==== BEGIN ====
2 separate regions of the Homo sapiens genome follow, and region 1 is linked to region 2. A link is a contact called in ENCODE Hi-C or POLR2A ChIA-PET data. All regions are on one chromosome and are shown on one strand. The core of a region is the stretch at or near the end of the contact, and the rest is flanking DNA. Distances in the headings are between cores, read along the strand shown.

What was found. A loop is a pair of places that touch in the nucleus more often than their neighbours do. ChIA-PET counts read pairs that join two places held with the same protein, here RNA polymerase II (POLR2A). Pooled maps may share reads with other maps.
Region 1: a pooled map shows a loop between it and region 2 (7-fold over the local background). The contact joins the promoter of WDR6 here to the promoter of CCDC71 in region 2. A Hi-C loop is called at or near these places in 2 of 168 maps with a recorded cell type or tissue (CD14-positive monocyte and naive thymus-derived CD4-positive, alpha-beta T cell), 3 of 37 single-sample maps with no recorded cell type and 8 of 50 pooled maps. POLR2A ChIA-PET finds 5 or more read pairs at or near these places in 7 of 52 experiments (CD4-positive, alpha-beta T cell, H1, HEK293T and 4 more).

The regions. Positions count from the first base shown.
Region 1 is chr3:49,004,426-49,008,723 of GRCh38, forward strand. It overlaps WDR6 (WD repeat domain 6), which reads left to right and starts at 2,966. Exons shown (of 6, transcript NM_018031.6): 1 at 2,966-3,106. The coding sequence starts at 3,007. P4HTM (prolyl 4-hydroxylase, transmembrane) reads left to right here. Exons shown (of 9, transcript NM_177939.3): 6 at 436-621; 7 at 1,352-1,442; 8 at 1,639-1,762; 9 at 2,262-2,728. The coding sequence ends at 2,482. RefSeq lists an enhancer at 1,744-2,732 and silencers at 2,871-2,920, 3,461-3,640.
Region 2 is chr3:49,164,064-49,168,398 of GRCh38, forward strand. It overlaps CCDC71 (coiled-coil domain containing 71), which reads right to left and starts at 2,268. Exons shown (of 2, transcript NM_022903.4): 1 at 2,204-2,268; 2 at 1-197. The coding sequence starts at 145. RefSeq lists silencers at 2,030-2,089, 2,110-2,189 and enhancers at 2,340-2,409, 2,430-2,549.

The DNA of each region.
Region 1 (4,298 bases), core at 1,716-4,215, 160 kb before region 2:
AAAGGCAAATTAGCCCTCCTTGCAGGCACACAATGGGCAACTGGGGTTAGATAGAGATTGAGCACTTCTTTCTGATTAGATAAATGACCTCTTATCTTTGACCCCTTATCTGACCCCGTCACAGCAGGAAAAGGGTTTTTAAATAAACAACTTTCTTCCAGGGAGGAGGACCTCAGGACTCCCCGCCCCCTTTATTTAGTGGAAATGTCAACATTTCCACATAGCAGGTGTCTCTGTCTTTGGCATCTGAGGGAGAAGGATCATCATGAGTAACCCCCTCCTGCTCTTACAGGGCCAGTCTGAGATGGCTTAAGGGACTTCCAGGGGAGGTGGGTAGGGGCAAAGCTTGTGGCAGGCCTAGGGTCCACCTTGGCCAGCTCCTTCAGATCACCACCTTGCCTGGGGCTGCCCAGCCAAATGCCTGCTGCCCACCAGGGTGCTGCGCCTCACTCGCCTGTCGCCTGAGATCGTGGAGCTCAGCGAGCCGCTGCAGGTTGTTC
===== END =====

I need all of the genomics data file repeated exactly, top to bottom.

2 separate regions of the Homo sapiens genome follow, and region 1 is linked to region 2. A link is a contact called in ENCODE Hi-C or POLR2A ChIA-PET data. All regions are on one chromosome and are shown on one strand. The core of a region is the stretch at or near the end of the contact, and the rest is flanking DNA. Distances in the headings are between cores, read along the strand shown.

What was found. A loop is a pair of places that touch in the nucleus more often than their neighbours do. ChIA-PET counts read pairs that join two places held with the same protein, here RNA polymerase II (POLR2A). Pooled maps may share reads with other maps.
Region 1: a pooled map shows a loop between it and region 2 (7-fold over the local background). The contact joins the promoter of WDR6 here to the promoter of CCDC71 in region 2. A Hi-C loop is called at or near these places in 2 of 168 maps with a recorded cell type or tissue (CD14-positive monocyte and naive thymus-derived CD4-positive, alpha-beta T cell), 3 of 37 single-sample maps with no recorded cell type and 8 of 50 pooled maps. POLR2A ChIA-PET finds 5 or more read pairs at or near these places in 7 of 52 experiments (CD4-positive, alpha-beta T cell, H1, HEK293T and 4 more).

The regions. Positions count from the first base shown.
Region 1 is chr3:49,004,426-49,008,723 of GRCh38, forward strand. It overlaps WDR6 (WD repeat domain 6), which reads left to right and starts at 2,966. Exons shown (of 6, transcript NM_018031.6): 1 at 2,966-3,106. The coding sequence starts at 3,007. P4HTM (prolyl 4-hydroxylase, transmembrane) reads left to right here. Exons shown (of 9, transcript NM_177939.3): 6 at 436-621; 7 at 1,352-1,442; 8 at 1,639-1,762; 9 at 2,262-2,728. The coding sequence ends at 2,482. RefSeq lists an enhancer at 1,744-2,732 and silencers at 2,871-2,920, 3,461-3,640.
Region 2 is chr3:49,164,064-49,168,398 of GRCh38, forward strand. It overlaps CCDC71 (coiled-coil domain containing 71), which reads right to left and starts at 2,268. Exons shown (of 2, transcript NM_022903.4): 1 at 2,204-2,268; 2 at 1-197. The coding sequence starts at 145. RefSeq lists silencers at 2,030-2,089, 2,110-2,189 and enhancers at 2,340-2,409, 2,430-2,549.

The DNA of each region.
Region 1 (4,298 bases), core at 1,716-4,215, 160 kb before region 2:
AAAGGCAAATTAGCCCTCCTTGCAGGCACACAATGGGCAACTGGGGTTAGATAGAGATTGAGCACTTCTTTCTGATTAGATAAATGACCTCTTATCTTTGACCCCTTATCTGACCCCGTCACAGCAGGAAAAGGGTTTTTAAATAAACAACTTTCTTCCAGGGAGGAGGACCTCAGGACTCCCCGCCCCCTTTATTTAGTGGAAATGTCAACATTTCCACATAGCAGGTGTCTCTGTCTTTGGCATCTGAGGGAGAAGGATCATCATGAGTAACCCCCTCCTGCTCTTACAGGGCCAGTCTGAGATGGCTTAAGGGACTTCCAGGGGAGGTGGGTAGGGGCAAAGCTTGTGGCAGGCCTAGGGTCCACCTTGGCCAGCTCCTTCAGATCACCACCTTGCCTGGGGCTGCCCAGCCAAATGCCTGCTGCCCACCAGGGTGCTGCGCCTCACTCGCCTGTCGCCTGAGATCGTGGAGCTCAGCGAGCCGCTGCAGGTTGTTC